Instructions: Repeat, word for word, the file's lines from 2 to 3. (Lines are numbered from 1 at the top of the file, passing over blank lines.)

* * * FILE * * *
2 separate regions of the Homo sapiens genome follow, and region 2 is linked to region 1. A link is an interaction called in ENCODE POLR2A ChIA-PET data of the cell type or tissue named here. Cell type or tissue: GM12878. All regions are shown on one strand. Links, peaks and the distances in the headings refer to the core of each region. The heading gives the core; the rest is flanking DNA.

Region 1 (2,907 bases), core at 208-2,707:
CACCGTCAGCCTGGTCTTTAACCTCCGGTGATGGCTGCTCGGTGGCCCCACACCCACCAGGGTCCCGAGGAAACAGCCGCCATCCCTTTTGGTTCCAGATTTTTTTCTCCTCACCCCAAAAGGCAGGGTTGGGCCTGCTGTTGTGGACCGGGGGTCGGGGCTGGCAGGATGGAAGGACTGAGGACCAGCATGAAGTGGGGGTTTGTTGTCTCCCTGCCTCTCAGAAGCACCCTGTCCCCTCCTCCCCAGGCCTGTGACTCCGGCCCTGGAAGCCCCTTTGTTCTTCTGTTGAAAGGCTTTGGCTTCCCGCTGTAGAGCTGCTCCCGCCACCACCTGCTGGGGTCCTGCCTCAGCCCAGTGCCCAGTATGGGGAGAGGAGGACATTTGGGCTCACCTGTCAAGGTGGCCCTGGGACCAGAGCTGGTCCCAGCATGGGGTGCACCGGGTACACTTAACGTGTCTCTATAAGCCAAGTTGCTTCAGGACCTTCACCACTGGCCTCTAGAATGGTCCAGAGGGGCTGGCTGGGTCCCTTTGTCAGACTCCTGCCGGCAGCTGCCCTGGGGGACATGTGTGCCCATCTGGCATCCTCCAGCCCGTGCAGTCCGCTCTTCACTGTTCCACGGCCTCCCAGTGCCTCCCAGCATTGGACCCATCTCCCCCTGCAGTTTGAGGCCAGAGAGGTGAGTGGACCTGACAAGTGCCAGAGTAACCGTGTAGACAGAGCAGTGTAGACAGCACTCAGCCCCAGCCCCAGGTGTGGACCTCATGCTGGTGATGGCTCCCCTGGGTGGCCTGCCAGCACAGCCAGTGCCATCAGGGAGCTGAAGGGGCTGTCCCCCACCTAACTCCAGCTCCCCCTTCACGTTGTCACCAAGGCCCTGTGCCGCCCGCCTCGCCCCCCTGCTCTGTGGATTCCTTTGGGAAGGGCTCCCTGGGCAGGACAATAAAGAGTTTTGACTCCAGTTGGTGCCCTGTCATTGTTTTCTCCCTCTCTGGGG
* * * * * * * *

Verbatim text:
Region 1 (2,907 bases), core at 208-2,707:
CACCGTCAGCCTGGTCTTTAACCTCCGGTGATGGCTGCTCGGTGGCCCCACACCCACCAGGGTCCCGAGGAAACAGCCGCCATCCCTTTTGGTTCCAGATTTTTTTCTCCTCACCCCAAAAGGCAGGGTTGGGCCTGCTGTTGTGGACCGGGGGTCGGGGCTGGCAGGATGGAAGGACTGAGGACCAGCATGAAGTGGGGGTTTGTTGTCTCCCTGCCTCTCAGAAGCACCCTGTCCCCTCCTCCCCAGGCCTGTGACTCCGGCCCTGGAAGCCCCTTTGTTCTTCTGTTGAAAGGCTTTGGCTTCCCGCTGTAGAGCTGCTCCCGCCACCACCTGCTGGGGTCCTGCCTCAGCCCAGTGCCCAGTATGGGGAGAGGAGGACATTTGGGCTCACCTGTCAAGGTGGCCCTGGGACCAGAGCTGGTCCCAGCATGGGGTGCACCGGGTACACTTAACGTGTCTCTATAAGCCAAGTTGCTTCAGGACCTTCACCACTGGCCTCTAGAATGGTCCAGAGGGGCTGGCTGGGTCCCTTTGTCAGACTCCTGCCGGCAGCTGCCCTGGGGGACATGTGTGCCCATCTGGCATCCTCCAGCCCGTGCAGTCCGCTCTTCACTGTTCCACGGCCTCCCAGTGCCTCCCAGCATTGGACCCATCTCCCCCTGCAGTTTGAGGCCAGAGAGGTGAGTGGACCTGACAAGTGCCAGAGTAACCGTGTAGACAGAGCAGTGTAGACAGCACTCAGCCCCAGCCCCAGGTGTGGACCTCATGCTGGTGATGGCTCCCCTGGGTGGCCTGCCAGCACAGCCAGTGCCATCAGGGAGCTGAAGGGGCTGTCCCCCACCTAACTCCAGCTCCCCCTTCACGTTGTCACCAAGGCCCTGTGCCGCCCGCCTCGCCCCCCTGCTCTGTGGATTCCTTTGGGAAGGGCTCCCTGGGCAGGACAATAAAGAGTTTTGACTCCAGTTGGTGCCCTGTCATTGTTTTCTCCCTCTCTGGGG